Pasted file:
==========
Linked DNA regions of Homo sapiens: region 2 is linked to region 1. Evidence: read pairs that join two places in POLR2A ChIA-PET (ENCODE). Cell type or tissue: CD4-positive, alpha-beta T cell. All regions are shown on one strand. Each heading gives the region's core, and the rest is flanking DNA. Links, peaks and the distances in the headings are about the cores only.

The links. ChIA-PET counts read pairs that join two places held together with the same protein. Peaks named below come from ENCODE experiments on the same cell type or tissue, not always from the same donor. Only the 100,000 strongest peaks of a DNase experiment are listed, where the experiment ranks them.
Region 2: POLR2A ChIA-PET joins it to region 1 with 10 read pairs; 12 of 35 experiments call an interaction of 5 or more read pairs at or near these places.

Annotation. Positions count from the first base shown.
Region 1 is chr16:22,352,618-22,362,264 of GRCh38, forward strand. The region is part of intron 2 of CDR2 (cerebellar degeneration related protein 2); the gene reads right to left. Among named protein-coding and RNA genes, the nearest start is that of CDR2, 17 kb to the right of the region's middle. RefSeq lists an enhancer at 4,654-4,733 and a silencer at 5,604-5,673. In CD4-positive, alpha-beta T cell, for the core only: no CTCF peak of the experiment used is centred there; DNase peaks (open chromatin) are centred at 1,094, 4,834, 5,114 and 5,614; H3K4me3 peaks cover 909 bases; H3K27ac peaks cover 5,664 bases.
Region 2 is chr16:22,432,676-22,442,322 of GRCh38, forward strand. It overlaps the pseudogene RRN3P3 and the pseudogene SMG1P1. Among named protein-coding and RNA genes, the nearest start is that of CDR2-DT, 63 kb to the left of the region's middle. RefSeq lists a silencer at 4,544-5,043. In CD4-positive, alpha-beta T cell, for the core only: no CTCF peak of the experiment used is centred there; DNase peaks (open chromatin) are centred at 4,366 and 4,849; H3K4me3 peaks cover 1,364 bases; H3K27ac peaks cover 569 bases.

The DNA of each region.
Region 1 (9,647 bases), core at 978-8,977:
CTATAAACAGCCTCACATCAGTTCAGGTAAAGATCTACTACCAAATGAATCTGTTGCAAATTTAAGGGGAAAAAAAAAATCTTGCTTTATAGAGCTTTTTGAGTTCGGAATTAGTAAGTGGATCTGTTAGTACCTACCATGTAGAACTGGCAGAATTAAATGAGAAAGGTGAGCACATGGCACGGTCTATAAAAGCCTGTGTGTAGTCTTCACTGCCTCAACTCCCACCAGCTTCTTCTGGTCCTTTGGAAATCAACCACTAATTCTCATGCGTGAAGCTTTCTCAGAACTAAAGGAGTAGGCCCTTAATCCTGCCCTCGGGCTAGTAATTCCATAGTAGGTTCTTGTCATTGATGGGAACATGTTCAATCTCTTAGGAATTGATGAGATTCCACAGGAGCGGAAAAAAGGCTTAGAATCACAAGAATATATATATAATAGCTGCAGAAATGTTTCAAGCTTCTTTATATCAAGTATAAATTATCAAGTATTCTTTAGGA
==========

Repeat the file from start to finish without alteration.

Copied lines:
Linked DNA regions of Homo sapiens: region 2 is linked to region 1. Evidence: read pairs that join two places in POLR2A ChIA-PET (ENCODE). Cell type or tissue: CD4-positive, alpha-beta T cell. All regions are shown on one strand. Each heading gives the region's core, and the rest is flanking DNA. Links, peaks and the distances in the headings are about the cores only.

The links. ChIA-PET counts read pairs that join two places held together with the same protein. Peaks named below come from ENCODE experiments on the same cell type or tissue, not always from the same donor. Only the 100,000 strongest peaks of a DNase experiment are listed, where the experiment ranks them.
Region 2: POLR2A ChIA-PET joins it to region 1 with 10 read pairs; 12 of 35 experiments call an interaction of 5 or more read pairs at or near these places.

Annotation. Positions count from the first base shown.
Region 1 is chr16:22,352,618-22,362,264 of GRCh38, forward strand. The region is part of intron 2 of CDR2 (cerebellar degeneration related protein 2); the gene reads right to left. Among named protein-coding and RNA genes, the nearest start is that of CDR2, 17 kb to the right of the region's middle. RefSeq lists an enhancer at 4,654-4,733 and a silencer at 5,604-5,673. In CD4-positive, alpha-beta T cell, for the core only: no CTCF peak of the experiment used is centred there; DNase peaks (open chromatin) are centred at 1,094, 4,834, 5,114 and 5,614; H3K4me3 peaks cover 909 bases; H3K27ac peaks cover 5,664 bases.
Region 2 is chr16:22,432,676-22,442,322 of GRCh38, forward strand. It overlaps the pseudogene RRN3P3 and the pseudogene SMG1P1. Among named protein-coding and RNA genes, the nearest start is that of CDR2-DT, 63 kb to the left of the region's middle. RefSeq lists a silencer at 4,544-5,043. In CD4-positive, alpha-beta T cell, for the core only: no CTCF peak of the experiment used is centred there; DNase peaks (open chromatin) are centred at 4,366 and 4,849; H3K4me3 peaks cover 1,364 bases; H3K27ac peaks cover 569 bases.

The DNA of each region.
Region 1 (9,647 bases), core at 978-8,977:
CTATAAACAGCCTCACATCAGTTCAGGTAAAGATCTACTACCAAATGAATCTGTTGCAAATTTAAGGGGAAAAAAAAAATCTTGCTTTATAGAGCTTTTTGAGTTCGGAATTAGTAAGTGGATCTGTTAGTACCTACCATGTAGAACTGGCAGAATTAAATGAGAAAGGTGAGCACATGGCACGGTCTATAAAAGCCTGTGTGTAGTCTTCACTGCCTCAACTCCCACCAGCTTCTTCTGGTCCTTTGGAAATCAACCACTAATTCTCATGCGTGAAGCTTTCTCAGAACTAAAGGAGTAGGCCCTTAATCCTGCCCTCGGGCTAGTAATTCCATAGTAGGTTCTTGTCATTGATGGGAACATGTTCAATCTCTTAGGAATTGATGAGATTCCACAGGAGCGGAAAAAAGGCTTAGAATCACAAGAATATATATATAATAGCTGCAGAAATGTTTCAAGCTTCTTTATATCAAGTATAAATTATCAAGTATTCTTTAGGA